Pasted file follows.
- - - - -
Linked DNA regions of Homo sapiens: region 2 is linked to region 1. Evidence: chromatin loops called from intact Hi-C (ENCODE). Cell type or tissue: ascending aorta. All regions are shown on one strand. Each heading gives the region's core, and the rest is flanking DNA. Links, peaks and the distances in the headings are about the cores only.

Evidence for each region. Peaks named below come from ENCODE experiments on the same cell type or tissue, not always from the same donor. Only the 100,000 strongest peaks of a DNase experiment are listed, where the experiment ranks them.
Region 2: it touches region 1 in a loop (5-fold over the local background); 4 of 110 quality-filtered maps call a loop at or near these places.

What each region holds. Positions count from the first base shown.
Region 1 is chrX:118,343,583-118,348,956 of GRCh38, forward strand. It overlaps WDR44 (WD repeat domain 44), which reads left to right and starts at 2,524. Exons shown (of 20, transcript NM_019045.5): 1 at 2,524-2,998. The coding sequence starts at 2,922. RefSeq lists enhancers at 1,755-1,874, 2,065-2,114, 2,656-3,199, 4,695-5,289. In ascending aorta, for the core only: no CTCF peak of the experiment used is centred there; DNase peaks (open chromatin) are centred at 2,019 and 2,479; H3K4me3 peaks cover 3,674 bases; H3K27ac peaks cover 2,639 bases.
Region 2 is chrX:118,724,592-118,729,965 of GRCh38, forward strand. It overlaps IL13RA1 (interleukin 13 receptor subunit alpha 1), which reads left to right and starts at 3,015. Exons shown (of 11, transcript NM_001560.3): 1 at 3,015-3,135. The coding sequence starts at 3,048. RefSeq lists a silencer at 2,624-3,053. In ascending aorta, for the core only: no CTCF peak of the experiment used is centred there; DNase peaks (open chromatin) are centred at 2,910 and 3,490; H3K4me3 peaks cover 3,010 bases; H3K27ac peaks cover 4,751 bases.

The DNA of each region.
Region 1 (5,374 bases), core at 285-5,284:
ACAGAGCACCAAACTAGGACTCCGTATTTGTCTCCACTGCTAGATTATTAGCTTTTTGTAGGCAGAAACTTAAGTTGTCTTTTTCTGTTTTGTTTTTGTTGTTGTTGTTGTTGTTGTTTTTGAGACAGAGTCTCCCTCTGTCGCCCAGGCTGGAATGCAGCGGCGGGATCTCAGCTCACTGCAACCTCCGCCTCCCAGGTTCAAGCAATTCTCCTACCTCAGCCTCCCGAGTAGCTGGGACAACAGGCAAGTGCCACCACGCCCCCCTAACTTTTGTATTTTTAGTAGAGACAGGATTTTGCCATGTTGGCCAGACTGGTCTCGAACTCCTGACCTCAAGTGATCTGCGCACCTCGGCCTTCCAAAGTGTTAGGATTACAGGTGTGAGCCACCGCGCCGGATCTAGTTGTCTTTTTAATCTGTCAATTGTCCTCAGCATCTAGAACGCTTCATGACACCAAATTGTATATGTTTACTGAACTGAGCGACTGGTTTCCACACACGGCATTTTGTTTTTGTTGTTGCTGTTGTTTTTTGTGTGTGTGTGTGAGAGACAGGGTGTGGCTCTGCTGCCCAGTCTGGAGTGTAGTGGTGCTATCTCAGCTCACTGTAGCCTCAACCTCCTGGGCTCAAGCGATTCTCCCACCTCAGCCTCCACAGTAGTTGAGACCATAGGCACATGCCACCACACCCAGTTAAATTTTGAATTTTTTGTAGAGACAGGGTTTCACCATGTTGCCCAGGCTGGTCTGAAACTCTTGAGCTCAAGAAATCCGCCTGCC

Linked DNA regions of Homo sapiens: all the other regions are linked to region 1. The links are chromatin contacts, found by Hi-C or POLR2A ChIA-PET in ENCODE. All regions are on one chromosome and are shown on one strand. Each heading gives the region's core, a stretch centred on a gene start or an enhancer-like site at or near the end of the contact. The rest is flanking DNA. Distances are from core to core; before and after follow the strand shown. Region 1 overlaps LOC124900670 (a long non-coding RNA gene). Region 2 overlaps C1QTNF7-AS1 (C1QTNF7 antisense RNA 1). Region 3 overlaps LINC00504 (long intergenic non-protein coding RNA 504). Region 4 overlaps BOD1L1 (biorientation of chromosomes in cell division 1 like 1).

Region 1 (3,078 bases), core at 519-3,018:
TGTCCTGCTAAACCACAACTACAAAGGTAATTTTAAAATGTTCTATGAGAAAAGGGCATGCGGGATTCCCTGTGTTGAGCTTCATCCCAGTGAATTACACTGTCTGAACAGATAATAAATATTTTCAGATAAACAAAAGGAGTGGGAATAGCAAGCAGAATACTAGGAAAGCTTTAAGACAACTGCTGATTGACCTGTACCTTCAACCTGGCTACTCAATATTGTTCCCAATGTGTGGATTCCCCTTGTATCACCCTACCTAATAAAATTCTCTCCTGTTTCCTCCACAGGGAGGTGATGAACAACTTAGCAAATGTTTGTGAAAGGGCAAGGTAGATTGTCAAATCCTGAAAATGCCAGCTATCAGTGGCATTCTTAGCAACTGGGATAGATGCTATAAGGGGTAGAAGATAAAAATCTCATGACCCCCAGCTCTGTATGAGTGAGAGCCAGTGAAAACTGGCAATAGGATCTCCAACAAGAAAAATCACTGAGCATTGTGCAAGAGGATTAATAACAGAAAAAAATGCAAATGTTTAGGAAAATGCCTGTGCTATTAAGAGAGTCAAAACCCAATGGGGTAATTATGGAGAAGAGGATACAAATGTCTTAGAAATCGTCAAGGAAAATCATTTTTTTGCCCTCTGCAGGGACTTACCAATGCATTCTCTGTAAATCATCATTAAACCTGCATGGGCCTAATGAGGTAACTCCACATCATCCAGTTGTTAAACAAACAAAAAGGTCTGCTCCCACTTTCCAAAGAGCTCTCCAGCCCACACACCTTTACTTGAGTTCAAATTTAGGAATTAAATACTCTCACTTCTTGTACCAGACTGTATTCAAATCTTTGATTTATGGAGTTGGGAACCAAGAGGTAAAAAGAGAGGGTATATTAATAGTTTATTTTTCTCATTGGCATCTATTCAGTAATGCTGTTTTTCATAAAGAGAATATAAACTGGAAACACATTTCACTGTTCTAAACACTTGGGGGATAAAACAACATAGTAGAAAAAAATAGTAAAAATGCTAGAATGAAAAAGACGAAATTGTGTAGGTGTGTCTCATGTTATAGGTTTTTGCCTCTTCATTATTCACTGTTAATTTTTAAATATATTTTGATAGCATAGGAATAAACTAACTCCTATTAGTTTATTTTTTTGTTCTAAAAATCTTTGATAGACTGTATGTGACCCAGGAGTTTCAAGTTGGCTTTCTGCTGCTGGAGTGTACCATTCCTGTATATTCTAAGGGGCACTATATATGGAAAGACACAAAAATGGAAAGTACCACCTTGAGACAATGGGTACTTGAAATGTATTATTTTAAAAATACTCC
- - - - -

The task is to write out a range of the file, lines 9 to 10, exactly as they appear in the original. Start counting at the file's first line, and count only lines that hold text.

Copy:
ACAGAGCACCAAACTAGGACTCCGTATTTGTCTCCACTGCTAGATTATTAGCTTTTTGTAGGCAGAAACTTAAGTTGTCTTTTTCTGTTTTGTTTTTGTTGTTGTTGTTGTTGTTGTTTTTGAGACAGAGTCTCCCTCTGTCGCCCAGGCTGGAATGCAGCGGCGGGATCTCAGCTCACTGCAACCTCCGCCTCCCAGGTTCAAGCAATTCTCCTACCTCAGCCTCCCGAGTAGCTGGGACAACAGGCAAGTGCCACCACGCCCCCCTAACTTTTGTATTTTTAGTAGAGACAGGATTTTGCCATGTTGGCCAGACTGGTCTCGAACTCCTGACCTCAAGTGATCTGCGCACCTCGGCCTTCCAAAGTGTTAGGATTACAGGTGTGAGCCACCGCGCCGGATCTAGTTGTCTTTTTAATCTGTCAATTGTCCTCAGCATCTAGAACGCTTCATGACACCAAATTGTATATGTTTACTGAACTGAGCGACTGGTTTCCACACACGGCATTTTGTTTTTGTTGTTGCTGTTGTTTTTTGTGTGTGTGTGTGAGAGACAGGGTGTGGCTCTGCTGCCCAGTCTGGAGTGTAGTGGTGCTATCTCAGCTCACTGTAGCCTCAACCTCCTGGGCTCAAGCGATTCTCCCACCTCAGCCTCCACAGTAGTTGAGACCATAGGCACATGCCACCACACCCAGTTAAATTTTGAATTTTTTGTAGAGACAGGGTTTCACCATGTTGCCCAGGCTGGTCTGAAACTCTTGAGCTCAAGAAATCCGCCTGCC

Linked DNA regions of Homo sapiens: all the other regions are linked to region 1. The links are chromatin contacts, found by Hi-C or POLR2A ChIA-PET in ENCODE. All regions are on one chromosome and are shown on one strand. Each heading gives the region's core, a stretch centred on a gene start or an enhancer-like site at or near the end of the contact. The rest is flanking DNA. Distances are from core to core; before and after follow the strand shown. Region 1 overlaps LOC124900670 (a long non-coding RNA gene). Region 2 overlaps C1QTNF7-AS1 (C1QTNF7 antisense RNA 1). Region 3 overlaps LINC00504 (long intergenic non-protein coding RNA 504). Region 4 overlaps BOD1L1 (biorientation of chromosomes in cell division 1 like 1).